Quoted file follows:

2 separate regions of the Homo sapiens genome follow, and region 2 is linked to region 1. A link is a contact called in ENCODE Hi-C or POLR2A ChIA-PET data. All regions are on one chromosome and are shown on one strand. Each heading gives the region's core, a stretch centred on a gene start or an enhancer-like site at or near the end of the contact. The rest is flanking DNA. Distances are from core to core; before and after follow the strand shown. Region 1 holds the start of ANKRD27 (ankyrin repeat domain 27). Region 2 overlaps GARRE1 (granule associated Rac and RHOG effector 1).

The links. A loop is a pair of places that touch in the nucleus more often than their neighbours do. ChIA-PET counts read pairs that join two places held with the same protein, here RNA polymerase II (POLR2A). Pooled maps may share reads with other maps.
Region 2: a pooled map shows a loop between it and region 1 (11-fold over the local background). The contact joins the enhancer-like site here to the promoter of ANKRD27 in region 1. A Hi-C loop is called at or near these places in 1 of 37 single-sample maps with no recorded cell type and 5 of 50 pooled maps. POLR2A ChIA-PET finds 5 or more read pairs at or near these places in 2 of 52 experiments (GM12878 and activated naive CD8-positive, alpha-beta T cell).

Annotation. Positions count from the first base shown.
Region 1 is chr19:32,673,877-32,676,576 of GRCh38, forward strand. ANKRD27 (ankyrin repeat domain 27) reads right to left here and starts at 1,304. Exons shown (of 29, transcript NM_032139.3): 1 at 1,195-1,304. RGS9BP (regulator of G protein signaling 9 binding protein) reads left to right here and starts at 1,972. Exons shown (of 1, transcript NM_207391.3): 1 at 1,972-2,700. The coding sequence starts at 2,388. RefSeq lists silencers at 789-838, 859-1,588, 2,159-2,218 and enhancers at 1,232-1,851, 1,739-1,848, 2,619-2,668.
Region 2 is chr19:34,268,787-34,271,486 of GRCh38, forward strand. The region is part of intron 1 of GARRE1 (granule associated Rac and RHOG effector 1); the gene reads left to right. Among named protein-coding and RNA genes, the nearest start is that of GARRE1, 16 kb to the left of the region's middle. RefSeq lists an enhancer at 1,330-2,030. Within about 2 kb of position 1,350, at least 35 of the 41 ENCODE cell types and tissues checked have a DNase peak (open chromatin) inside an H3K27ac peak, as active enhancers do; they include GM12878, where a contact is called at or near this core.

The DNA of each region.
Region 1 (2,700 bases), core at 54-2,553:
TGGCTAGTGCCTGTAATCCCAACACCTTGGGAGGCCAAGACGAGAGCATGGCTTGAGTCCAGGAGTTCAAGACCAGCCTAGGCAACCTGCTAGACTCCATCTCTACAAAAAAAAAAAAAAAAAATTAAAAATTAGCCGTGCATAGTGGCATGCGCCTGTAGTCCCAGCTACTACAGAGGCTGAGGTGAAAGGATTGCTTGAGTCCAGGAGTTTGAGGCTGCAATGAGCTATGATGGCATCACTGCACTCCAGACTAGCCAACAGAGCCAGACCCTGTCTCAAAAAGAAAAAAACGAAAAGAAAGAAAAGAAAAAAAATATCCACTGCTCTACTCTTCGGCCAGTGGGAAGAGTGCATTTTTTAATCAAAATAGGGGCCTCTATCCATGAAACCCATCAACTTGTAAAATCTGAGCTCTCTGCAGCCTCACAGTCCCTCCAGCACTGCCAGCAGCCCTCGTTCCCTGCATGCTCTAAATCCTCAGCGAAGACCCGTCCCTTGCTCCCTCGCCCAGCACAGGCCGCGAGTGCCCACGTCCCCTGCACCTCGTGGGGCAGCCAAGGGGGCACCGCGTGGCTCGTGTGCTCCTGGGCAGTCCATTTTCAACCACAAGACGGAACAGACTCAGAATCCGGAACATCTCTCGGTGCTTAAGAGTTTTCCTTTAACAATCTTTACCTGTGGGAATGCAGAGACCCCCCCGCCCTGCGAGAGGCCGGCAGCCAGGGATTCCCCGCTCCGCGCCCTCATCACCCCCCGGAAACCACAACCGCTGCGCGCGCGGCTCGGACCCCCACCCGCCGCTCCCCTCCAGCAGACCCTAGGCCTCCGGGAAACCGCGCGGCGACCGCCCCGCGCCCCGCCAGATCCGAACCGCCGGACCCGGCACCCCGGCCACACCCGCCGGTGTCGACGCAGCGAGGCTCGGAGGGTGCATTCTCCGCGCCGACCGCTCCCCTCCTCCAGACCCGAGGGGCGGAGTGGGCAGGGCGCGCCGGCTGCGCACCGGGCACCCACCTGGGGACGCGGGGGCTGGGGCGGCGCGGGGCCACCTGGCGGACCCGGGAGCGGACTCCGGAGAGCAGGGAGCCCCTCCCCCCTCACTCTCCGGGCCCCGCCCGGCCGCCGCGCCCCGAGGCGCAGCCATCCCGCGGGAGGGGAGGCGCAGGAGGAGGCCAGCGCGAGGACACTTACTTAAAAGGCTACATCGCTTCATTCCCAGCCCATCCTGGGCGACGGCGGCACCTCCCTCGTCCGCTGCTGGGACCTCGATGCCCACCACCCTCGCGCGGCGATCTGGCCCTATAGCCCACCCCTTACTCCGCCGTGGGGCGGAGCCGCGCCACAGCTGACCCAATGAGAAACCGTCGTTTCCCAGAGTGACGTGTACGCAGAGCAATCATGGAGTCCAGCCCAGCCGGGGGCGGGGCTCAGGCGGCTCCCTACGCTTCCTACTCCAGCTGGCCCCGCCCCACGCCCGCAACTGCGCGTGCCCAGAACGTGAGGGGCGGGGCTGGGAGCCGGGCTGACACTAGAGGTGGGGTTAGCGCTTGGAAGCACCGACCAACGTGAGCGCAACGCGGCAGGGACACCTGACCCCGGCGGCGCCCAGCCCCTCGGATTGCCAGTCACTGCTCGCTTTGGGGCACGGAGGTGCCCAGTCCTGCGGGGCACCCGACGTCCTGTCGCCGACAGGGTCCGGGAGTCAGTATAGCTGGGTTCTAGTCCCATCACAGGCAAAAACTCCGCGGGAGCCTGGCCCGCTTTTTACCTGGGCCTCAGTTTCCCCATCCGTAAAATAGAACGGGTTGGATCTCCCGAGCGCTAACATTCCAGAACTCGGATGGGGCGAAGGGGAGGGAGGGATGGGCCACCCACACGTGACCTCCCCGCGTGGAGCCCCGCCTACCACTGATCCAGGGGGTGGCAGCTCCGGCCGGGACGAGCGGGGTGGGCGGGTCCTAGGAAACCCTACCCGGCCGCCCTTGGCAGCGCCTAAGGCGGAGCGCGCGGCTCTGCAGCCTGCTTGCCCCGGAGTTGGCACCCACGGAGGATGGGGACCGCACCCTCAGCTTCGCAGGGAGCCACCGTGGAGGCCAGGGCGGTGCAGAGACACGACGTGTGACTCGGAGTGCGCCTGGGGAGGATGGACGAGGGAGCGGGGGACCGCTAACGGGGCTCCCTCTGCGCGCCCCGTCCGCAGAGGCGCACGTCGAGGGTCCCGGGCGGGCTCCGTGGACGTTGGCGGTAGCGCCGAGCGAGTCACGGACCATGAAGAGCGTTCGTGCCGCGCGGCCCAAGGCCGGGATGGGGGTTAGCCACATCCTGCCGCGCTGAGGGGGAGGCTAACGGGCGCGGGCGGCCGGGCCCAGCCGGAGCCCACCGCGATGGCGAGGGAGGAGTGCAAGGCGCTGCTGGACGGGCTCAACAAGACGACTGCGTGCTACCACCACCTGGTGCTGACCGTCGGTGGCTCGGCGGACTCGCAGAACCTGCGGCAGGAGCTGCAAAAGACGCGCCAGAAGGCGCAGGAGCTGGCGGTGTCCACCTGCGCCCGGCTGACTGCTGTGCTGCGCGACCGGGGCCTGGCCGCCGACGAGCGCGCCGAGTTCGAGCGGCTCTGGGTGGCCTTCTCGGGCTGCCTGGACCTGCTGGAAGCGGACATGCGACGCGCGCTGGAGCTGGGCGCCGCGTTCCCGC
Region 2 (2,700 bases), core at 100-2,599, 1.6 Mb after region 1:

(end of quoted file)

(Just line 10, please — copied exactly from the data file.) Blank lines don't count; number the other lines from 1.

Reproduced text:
Region 2 (2,700 bases), core at 100-2,599, 1.6 Mb after region 1: